Class Template with Multiple Arguments

C++ also supports multiple and default template argument(s), as shown below:

 
template
class className {
private:
T var1;
U var2;
V var3;
. . .
public:
. . .
};
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Let’s take a look at an example:

 
#include
using namespace std;
//Declaring a class template with multiple and default parameters
template
class display {
private:
T var1;
U var2;
V var3;
public:
display(T v1, U v2, V v3) : var1(v1), var2(v2), var3(v3) {} //Constructor
void printVar() {
cout << "var1 = " << var1 << endl;
cout << "var2 = " << var2 << endl;
cout << "var3 = " << var3 << endl;
}
};
int main() {
//Creating an object with int, double and char types
display<int, double=""> obj1(5, 7.3, 'x');
cout << "obj1 values: " << endl;
obj1.printVar();
//Creating an object with int, double and bool types
display<double, char,="" bool=""> obj2(1.5, 'd', false);
cout << "\nobj2 values: " << endl;
obj2.printVar();
return 0;
}
</double,></int,>
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Output:

 
obj1 values:
var1 = 5
var2= 7.3
var3: x
obj2 values:
var1= 1.5
var2 = d
var3 = 0
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As you can see in above-given program, we have implemented the class template named display with multiple arguments, one of them being a default argument i.e., V whose default type is char.

Inside the class, we declare three variables var1, var2, and var3 where each corresponds to one of the template arguments.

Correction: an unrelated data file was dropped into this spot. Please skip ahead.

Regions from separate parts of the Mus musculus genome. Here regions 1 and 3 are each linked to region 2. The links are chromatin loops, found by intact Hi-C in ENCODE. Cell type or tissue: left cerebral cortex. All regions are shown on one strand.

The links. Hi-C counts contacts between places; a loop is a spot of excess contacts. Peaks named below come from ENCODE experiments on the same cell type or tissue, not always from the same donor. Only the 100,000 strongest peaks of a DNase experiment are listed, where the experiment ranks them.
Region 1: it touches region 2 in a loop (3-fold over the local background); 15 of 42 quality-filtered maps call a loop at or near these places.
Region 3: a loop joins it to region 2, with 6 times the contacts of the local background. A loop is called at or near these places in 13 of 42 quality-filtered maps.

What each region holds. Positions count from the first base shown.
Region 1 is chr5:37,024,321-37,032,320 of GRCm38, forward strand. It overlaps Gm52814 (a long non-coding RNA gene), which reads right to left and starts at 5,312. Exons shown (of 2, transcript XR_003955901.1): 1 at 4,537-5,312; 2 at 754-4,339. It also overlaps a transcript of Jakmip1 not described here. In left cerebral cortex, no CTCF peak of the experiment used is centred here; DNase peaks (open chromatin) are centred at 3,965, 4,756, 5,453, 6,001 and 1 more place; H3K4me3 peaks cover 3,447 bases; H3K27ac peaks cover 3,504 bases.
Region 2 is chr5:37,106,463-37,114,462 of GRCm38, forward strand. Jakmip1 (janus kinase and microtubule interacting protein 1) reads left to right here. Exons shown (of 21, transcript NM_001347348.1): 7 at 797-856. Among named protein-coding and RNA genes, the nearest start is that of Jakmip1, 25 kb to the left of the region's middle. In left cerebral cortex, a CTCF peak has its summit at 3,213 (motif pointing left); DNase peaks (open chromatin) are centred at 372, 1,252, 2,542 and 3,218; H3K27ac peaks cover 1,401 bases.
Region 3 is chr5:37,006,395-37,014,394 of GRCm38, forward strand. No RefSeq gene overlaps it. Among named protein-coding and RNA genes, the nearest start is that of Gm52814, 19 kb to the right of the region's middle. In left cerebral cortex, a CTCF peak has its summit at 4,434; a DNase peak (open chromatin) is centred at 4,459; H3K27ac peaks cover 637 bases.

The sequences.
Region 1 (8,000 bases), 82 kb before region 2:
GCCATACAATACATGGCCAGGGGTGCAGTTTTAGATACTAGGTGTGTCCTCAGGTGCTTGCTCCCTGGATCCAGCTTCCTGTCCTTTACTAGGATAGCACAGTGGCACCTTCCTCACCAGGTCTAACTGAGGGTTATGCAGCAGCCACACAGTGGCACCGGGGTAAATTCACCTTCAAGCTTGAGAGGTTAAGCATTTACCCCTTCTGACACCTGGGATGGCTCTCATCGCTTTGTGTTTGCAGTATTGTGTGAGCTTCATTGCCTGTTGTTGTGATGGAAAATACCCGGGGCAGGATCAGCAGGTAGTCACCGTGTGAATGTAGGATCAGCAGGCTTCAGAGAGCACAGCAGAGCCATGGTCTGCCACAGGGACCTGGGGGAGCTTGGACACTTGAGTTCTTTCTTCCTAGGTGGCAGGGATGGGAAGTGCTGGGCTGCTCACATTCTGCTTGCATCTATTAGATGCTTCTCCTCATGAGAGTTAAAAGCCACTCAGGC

Function Overloading vs. Function Template in C++

Function Overloading Function Template
1. Function overloading is used when multiple functions perform similar operations. 1. A function template is used when multiple functions do identical operations.
2. Function overloading takes varying numbers of arguments. 2. Function templates cannot take varying numbers of arguments.

Advantages of Using Templates in C++

  • Templates are an effective way of generalizing APIs.
  • Templates and macros both are expanded at compile time. The former is considered an improvement because they are type-safe.
  • Using templates aids in avoiding common coding errors.

Disadvantages of Using Templates in C++

  • Creating a template can be a bit difficult for beginner coders.
  • When templates are used, the entire code is exposed.
  • Many compilers do not offer support for the nesting of templates.

 Endnotes

Hope this article helped you grasp the concept of templates in C++. Templates are a handy tool in C++ to reduce code lines and make our code more manageable. Explore our articles on the C++ to find out more about the language and consolidate your knowledge of the fundamentals.